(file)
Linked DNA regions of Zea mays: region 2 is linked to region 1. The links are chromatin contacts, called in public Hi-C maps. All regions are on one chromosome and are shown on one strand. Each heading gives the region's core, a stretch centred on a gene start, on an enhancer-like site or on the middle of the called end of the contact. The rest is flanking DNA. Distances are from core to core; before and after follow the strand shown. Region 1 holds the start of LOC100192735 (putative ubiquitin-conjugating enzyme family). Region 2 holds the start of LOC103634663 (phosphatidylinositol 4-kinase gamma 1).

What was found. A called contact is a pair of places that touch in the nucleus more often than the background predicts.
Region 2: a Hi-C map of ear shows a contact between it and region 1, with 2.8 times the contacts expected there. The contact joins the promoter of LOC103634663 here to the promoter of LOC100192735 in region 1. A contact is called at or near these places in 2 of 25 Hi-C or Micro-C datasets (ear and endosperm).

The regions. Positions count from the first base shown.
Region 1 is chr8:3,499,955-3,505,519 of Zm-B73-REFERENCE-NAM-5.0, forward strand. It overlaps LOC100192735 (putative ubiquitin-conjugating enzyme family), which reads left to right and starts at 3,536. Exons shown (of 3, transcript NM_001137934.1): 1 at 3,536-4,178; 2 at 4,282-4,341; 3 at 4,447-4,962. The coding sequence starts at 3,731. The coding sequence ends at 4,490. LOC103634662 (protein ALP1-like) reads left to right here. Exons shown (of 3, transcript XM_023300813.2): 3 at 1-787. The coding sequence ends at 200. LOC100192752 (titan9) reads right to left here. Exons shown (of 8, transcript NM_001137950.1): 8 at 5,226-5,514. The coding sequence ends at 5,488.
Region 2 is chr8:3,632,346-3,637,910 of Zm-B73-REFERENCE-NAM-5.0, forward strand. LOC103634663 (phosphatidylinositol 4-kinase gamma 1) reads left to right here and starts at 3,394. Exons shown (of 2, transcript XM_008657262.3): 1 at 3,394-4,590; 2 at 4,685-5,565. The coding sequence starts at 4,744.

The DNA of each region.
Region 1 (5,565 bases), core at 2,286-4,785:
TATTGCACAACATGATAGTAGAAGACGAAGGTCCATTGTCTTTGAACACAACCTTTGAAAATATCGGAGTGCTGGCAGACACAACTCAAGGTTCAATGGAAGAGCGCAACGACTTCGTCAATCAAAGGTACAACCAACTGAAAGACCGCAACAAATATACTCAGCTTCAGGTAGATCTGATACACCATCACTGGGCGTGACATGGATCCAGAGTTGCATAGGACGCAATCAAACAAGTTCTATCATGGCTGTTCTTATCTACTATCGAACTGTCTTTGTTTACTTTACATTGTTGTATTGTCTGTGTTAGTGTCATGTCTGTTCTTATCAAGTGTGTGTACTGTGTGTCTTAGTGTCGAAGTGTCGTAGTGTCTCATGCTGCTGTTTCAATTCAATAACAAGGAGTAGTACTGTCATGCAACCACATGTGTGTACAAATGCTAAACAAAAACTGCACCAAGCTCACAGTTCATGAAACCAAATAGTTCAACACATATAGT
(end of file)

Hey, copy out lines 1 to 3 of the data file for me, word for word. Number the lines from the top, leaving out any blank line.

Linked DNA regions of Zea mays: region 2 is linked to region 1. The links are chromatin contacts, called in public Hi-C maps. All regions are on one chromosome and are shown on one strand. Each heading gives the region's core, a stretch centred on a gene start, on an enhancer-like site or on the middle of the called end of the contact. The rest is flanking DNA. Distances are from core to core; before and after follow the strand shown. Region 1 holds the start of LOC100192735 (putative ubiquitin-conjugating enzyme family). Region 2 holds the start of LOC103634663 (phosphatidylinositol 4-kinase gamma 1).

What was found. A called contact is a pair of places that touch in the nucleus more often than the background predicts.
Region 2: a Hi-C map of ear shows a contact between it and region 1, with 2.8 times the contacts expected there. The contact joins the promoter of LOC103634663 here to the promoter of LOC100192735 in region 1. A contact is called at or near these places in 2 of 25 Hi-C or Micro-C datasets (ear and endosperm).